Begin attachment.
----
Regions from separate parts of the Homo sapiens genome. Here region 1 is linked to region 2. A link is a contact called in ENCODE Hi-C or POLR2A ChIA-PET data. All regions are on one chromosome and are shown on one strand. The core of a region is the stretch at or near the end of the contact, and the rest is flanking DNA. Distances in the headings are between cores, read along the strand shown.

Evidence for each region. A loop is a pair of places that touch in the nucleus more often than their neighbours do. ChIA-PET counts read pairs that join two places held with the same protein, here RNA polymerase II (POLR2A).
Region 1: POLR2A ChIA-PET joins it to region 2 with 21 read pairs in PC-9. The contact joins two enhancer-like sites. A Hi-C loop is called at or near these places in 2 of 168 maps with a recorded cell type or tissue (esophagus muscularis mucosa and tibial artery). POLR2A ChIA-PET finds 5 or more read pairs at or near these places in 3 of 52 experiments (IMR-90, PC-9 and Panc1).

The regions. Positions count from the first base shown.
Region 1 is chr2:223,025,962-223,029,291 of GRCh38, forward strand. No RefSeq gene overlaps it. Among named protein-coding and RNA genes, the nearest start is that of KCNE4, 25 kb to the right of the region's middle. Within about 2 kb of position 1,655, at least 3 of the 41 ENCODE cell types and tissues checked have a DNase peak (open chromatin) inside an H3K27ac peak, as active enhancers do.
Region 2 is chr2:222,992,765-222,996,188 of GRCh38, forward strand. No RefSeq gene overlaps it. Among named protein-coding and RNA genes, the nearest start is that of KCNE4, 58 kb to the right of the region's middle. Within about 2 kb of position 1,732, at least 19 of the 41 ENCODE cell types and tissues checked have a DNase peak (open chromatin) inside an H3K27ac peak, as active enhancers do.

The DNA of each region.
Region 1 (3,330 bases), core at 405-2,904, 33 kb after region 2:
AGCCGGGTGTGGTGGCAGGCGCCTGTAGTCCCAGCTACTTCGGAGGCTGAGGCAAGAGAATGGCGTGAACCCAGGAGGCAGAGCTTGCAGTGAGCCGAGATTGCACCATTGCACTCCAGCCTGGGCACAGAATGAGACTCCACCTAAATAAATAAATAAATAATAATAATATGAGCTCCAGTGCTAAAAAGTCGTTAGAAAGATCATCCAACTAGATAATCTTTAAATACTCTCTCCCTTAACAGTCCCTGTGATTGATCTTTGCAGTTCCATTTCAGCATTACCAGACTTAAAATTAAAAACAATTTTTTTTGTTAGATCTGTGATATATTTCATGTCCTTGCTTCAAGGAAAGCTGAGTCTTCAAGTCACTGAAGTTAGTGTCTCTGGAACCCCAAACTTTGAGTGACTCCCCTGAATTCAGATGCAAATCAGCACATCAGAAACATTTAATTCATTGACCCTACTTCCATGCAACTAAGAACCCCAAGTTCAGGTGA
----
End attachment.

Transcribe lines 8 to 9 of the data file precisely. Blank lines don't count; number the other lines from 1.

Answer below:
Region 1 (3,330 bases), core at 405-2,904, 33 kb after region 2:
AGCCGGGTGTGGTGGCAGGCGCCTGTAGTCCCAGCTACTTCGGAGGCTGAGGCAAGAGAATGGCGTGAACCCAGGAGGCAGAGCTTGCAGTGAGCCGAGATTGCACCATTGCACTCCAGCCTGGGCACAGAATGAGACTCCACCTAAATAAATAAATAAATAATAATAATATGAGCTCCAGTGCTAAAAAGTCGTTAGAAAGATCATCCAACTAGATAATCTTTAAATACTCTCTCCCTTAACAGTCCCTGTGATTGATCTTTGCAGTTCCATTTCAGCATTACCAGACTTAAAATTAAAAACAATTTTTTTTGTTAGATCTGTGATATATTTCATGTCCTTGCTTCAAGGAAAGCTGAGTCTTCAAGTCACTGAAGTTAGTGTCTCTGGAACCCCAAACTTTGAGTGACTCCCCTGAATTCAGATGCAAATCAGCACATCAGAAACATTTAATTCATTGACCCTACTTCCATGCAACTAAGAACCCCAAGTTCAGGTGA